Arrest Made In Michael Sharp Kidnapping, Death

KINSHASA, Congo — A suspect has been arrested in connection with the deaths of an American and a Swedish investigator for the United Nations and their interpreter, but another suspect has escaped, a Congolese military official said Friday.

Maj. Gen. Joseph Ponde Isambwa made the announcement in the capital, Kinshasa.

The bodies of American Michael Sharp, Swedish national Zaida Catalan and interpreter Betu Tshintela were found late last month in a shallow grave in Congo’s Central Kasai province.

Their kidnapping was reported March 13. Sharp had established a home base for several years in Hesston, where his parents currently reside.

They had been looking into alleged human rights violations by the Congolese army and local militia groups. Three other local members of their team remain missing.

The group was due back to the United States to make reports to the United Nations when they went missing.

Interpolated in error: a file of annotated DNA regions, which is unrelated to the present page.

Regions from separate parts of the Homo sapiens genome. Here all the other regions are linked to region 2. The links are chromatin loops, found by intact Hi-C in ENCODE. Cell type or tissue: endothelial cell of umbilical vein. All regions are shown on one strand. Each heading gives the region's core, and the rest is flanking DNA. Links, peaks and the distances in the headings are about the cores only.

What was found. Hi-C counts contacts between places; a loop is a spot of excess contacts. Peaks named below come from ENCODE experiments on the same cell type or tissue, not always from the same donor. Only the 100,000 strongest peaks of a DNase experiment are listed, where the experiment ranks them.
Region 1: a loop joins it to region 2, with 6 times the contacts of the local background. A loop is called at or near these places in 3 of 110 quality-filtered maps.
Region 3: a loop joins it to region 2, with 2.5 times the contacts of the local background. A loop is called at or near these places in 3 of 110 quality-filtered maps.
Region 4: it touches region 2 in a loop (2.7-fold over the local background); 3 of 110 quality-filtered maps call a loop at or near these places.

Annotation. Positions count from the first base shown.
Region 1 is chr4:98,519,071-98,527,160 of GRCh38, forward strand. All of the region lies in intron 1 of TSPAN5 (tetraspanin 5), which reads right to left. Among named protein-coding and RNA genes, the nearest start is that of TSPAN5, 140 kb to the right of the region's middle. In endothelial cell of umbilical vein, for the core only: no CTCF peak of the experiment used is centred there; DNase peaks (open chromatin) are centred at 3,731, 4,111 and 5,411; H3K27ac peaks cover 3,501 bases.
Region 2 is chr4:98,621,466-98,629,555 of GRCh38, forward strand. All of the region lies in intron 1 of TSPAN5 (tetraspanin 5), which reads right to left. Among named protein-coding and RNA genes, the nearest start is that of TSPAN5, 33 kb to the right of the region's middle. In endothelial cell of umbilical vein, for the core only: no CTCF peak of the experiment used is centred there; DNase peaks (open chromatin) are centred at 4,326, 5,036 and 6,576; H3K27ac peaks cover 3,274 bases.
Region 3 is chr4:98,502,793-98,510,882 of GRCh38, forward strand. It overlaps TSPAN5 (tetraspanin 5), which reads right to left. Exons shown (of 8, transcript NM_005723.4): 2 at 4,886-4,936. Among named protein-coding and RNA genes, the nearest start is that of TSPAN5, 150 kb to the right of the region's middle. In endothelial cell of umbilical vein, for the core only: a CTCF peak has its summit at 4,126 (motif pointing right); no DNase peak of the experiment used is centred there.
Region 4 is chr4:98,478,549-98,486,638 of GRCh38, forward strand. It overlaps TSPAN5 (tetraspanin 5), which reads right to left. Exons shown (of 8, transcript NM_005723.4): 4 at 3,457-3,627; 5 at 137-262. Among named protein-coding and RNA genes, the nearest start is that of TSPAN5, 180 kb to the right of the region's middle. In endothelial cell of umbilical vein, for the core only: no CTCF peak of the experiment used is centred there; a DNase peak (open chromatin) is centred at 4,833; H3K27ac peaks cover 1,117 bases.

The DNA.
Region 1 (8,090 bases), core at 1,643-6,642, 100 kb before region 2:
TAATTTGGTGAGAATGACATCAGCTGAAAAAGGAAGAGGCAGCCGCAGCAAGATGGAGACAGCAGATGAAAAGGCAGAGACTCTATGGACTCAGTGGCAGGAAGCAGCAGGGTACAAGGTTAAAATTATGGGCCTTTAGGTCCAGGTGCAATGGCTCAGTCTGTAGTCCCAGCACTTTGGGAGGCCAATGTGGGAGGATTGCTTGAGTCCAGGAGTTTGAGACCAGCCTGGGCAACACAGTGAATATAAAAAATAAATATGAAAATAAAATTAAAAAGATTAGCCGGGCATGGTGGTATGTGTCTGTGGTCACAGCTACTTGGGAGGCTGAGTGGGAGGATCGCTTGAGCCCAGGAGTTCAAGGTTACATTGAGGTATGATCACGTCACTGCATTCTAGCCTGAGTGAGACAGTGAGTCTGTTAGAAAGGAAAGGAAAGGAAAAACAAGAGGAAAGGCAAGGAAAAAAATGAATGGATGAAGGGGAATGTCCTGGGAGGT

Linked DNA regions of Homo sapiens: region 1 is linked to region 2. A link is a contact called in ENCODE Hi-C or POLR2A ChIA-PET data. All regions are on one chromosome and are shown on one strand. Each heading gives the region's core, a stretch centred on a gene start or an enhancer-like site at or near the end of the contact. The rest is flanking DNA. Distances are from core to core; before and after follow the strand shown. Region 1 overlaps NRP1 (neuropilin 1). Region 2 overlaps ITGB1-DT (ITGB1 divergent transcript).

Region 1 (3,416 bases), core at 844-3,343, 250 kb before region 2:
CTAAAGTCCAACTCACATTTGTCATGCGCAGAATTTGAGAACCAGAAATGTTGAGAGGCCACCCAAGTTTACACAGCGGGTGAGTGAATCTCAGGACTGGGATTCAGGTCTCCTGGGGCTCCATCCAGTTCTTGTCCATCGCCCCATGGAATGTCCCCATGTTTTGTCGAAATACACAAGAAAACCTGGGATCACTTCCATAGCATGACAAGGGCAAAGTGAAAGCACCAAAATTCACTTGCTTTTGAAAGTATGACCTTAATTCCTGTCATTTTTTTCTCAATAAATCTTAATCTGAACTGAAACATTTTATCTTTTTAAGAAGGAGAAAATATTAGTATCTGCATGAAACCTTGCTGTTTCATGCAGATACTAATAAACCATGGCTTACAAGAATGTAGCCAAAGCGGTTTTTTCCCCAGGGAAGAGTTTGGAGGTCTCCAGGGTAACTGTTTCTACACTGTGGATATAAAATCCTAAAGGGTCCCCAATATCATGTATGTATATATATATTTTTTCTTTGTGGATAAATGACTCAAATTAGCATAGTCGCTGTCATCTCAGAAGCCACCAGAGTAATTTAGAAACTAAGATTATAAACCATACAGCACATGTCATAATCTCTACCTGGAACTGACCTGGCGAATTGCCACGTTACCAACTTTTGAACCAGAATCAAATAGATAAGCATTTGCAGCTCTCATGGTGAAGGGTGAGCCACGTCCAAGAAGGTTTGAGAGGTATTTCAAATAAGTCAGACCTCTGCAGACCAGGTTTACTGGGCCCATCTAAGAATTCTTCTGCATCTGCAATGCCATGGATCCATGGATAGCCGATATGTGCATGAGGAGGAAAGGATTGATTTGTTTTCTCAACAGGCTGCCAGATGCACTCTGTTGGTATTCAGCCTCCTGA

Congo is home to multiple militias competing for stakes in the vast Central African nation’s rich mineral resources.

Sharp was working with those militias. First entering the region as a mission worker for Mennonite Central Committee, Sharp helped negotiate the release of child soldiers during a three-year term with MCC.

After that term, he joined the United Nations team and worked with the generals of the militias.

A 34-year-old graduate of Eastern Mennonite University, Sharp entered voluntary service after college. His first service was in Germany, assisting with military counseling and support. He finished a graduate degree in International Relations and Peace Studies.

He later went into missions with MCC before joining the U.N. He served as Eastern DR Congo program coordinator for MCC from 2012 to 2015.

The deaths raised an outcry, with Sweden opening a murder investigation and Congo’s President Joseph Kabila vowing punishment for those responsible.

It was the first recorded disappearance of international workers in the once-calm Kasai provinces, where at least 400 civilians have been killed since August amid a rebellion loyal to former traditional leader Kamwina Nsapu.

The United Nations has said 23 mass graves have been found in the region, and at least 434,000 people have been displaced.

The prosecutor of the International Criminal court has said the killing of the U.N. investigators and other violence in Congo could be crimes under her court’s jurisdiction.

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